King Louis XVI of France and his family were caught attempting to escape Paris during the Flight to Varennes.
By the summer of 1791 the royal family had been living in the Tuileries in the heart of Paris for almost two years. They had been forced to move there from the lavish Palace of Versailles after the October Days of 1789, and felt as if they were prisoners as a result of their rapidly declining power.
The startling pace of change was viewed with alarm by the other monarchies of Europe, and this led to fear in France that the king himself was conspiring with foreign powers to topple the fledgling revolutionary government. Yet, convinced that he would find support for his rule in the countryside, on the night of the 20-21 June 1791 the king reinforced the people’s lack of trust in him.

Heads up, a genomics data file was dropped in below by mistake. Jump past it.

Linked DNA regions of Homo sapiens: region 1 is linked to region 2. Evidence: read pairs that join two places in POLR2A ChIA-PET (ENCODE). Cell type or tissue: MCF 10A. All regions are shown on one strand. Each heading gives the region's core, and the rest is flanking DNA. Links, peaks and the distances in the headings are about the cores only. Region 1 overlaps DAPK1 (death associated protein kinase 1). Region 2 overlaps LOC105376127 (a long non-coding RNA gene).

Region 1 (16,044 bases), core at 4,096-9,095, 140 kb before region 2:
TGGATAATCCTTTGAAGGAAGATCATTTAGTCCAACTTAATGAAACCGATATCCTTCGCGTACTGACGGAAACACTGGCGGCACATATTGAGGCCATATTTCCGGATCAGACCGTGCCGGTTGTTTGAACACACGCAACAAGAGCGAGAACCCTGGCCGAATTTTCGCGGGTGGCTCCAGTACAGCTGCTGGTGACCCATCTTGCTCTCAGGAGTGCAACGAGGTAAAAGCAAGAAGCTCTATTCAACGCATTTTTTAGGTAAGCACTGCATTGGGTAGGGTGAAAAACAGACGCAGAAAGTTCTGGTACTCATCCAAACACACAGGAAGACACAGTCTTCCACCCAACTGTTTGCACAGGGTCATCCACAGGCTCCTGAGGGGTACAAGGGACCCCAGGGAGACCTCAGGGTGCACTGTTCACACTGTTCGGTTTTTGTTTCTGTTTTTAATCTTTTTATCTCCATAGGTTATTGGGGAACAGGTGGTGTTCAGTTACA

In what became known as the Flight to Varennes, Louis and the rest of the immediate royal family fled the Tuileries under cover of darkness. The plan had been largely formulated by the Swedish Count Axel von Fersen, Marie Antoinette’s favourite who was also rumoured to be her lover.
Disguised to avoid being noticed by the palace guards, the family travelled in a large heavy coach pulled by six horses. Their slow progress meant the journey to the eastern frontier took considerably longer than had been anticipated and soon word of their escape had spread. In Sainte-Menehould they were recognised by the local postmaster who checked the king’s likeness against an assignat.
While the royal party continued their slow progress the postmaster rode ahead to the next town, Varennes, which lay just 30 miles from the Austrian border. Here the escapees were arrested and returned to Paris, the royal reputation in tatters.